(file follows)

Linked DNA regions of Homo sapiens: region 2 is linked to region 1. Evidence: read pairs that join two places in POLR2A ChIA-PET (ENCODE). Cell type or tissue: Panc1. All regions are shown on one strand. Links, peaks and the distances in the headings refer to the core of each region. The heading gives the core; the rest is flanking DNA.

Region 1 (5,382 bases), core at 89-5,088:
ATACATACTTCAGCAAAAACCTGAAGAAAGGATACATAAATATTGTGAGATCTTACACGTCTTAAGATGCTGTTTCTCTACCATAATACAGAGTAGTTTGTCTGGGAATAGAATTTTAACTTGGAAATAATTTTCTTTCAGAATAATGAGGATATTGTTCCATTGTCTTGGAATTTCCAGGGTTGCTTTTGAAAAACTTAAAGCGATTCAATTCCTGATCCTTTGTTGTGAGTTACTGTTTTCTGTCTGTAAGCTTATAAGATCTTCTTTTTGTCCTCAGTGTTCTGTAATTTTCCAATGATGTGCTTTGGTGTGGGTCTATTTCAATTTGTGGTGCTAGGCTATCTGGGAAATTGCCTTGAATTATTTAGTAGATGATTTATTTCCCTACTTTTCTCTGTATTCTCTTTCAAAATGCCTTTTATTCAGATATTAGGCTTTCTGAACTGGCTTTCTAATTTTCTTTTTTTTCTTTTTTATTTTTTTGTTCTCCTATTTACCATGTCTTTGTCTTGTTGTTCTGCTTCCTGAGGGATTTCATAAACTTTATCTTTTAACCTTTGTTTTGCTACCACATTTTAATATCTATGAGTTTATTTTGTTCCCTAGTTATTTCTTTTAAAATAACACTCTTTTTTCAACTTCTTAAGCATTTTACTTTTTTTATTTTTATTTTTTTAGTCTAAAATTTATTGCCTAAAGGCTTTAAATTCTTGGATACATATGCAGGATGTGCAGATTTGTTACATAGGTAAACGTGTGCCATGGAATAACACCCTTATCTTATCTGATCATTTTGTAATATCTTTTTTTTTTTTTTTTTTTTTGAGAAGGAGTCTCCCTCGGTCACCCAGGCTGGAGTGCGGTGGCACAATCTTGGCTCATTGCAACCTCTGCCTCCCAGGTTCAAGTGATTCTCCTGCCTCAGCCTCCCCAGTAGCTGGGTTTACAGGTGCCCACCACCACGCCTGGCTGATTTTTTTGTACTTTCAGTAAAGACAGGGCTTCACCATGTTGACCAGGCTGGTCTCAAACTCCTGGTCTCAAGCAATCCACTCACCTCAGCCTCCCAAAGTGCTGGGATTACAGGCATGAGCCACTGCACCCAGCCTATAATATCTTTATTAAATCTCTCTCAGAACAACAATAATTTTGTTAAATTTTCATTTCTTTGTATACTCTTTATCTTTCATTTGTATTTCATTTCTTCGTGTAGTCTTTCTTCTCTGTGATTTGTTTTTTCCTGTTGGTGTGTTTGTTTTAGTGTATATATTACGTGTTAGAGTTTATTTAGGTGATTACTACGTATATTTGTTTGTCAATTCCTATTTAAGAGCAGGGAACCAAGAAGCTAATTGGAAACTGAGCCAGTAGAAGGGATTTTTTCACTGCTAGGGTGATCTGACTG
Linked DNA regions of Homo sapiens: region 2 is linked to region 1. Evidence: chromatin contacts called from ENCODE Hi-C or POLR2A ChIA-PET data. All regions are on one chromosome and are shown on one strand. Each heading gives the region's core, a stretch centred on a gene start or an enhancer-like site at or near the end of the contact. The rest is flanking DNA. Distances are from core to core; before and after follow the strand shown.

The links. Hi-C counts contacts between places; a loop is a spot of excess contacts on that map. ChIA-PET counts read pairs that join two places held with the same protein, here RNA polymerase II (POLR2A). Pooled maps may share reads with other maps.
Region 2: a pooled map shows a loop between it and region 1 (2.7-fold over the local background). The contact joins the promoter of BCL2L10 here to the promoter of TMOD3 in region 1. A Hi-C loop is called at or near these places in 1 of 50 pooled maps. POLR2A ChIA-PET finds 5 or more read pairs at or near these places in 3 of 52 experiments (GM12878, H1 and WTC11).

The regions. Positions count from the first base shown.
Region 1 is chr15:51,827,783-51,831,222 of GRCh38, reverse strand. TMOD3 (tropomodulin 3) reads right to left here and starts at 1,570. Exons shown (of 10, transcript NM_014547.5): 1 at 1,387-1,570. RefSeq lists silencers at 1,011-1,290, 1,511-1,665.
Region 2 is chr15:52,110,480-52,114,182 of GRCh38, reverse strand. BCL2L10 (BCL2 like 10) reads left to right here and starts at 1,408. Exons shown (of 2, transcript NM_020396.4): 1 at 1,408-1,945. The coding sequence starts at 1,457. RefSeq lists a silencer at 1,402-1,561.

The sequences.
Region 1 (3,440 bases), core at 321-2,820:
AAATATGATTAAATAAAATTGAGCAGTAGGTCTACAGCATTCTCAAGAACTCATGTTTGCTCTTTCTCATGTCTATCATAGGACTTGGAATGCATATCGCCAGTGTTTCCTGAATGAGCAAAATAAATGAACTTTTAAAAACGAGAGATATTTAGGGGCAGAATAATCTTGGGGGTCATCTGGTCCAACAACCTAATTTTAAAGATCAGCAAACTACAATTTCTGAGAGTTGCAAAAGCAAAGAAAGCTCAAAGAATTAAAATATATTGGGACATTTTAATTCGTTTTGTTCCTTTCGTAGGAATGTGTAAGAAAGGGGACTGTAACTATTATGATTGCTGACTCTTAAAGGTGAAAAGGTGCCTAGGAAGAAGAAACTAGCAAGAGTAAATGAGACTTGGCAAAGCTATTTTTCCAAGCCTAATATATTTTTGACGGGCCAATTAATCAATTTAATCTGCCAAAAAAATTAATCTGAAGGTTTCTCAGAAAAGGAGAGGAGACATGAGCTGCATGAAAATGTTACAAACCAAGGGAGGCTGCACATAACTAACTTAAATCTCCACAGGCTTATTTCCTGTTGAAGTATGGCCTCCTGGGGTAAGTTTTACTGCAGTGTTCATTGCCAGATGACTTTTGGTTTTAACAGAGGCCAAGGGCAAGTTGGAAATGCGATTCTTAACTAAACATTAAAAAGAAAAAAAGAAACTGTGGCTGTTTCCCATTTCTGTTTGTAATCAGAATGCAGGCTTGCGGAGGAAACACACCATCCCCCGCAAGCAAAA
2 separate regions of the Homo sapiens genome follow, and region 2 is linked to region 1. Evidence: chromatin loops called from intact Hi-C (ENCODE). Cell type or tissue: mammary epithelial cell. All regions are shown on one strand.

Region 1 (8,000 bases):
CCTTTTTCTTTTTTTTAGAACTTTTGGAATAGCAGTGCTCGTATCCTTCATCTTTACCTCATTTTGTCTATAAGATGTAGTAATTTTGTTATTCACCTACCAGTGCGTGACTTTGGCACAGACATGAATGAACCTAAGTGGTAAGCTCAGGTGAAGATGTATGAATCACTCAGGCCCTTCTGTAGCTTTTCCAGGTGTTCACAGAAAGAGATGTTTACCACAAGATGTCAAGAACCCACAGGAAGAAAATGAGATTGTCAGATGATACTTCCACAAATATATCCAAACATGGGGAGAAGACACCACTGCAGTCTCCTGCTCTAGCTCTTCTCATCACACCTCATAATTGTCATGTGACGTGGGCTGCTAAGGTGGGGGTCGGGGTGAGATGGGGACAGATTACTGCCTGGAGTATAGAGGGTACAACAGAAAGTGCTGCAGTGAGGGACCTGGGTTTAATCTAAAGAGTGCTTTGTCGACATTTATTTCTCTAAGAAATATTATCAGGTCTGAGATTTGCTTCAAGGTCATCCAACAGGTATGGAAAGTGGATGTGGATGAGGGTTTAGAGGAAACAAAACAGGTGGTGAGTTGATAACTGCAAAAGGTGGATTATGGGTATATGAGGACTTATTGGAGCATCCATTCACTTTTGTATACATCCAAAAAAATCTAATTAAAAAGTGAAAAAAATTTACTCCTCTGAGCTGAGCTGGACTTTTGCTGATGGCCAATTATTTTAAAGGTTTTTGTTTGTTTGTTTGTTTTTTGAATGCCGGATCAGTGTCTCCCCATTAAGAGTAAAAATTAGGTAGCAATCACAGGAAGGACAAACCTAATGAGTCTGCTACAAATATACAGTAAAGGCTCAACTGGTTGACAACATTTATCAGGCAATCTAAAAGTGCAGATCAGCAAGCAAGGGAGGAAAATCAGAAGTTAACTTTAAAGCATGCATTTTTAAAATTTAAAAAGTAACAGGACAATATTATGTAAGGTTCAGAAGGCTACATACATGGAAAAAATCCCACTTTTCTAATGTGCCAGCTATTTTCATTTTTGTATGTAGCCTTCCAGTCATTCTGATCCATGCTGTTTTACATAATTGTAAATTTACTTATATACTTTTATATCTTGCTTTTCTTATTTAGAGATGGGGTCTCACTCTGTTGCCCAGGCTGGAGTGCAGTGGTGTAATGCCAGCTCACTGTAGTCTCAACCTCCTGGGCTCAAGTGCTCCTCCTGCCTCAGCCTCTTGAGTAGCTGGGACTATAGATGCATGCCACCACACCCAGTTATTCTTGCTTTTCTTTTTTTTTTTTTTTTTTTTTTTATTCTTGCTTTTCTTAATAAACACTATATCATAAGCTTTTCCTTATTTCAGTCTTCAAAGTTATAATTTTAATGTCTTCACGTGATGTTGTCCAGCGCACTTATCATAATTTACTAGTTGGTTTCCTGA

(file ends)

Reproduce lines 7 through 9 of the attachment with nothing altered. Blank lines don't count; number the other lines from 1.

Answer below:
The regions. Positions count from the first base shown.
Region 1 is chr15:51,827,783-51,831,222 of GRCh38, reverse strand. TMOD3 (tropomodulin 3) reads right to left here and starts at 1,570. Exons shown (of 10, transcript NM_014547.5): 1 at 1,387-1,570. RefSeq lists silencers at 1,011-1,290, 1,511-1,665.
Region 2 is chr15:52,110,480-52,114,182 of GRCh38, reverse strand. BCL2L10 (BCL2 like 10) reads left to right here and starts at 1,408. Exons shown (of 2, transcript NM_020396.4): 1 at 1,408-1,945. The coding sequence starts at 1,457. RefSeq lists a silencer at 1,402-1,561.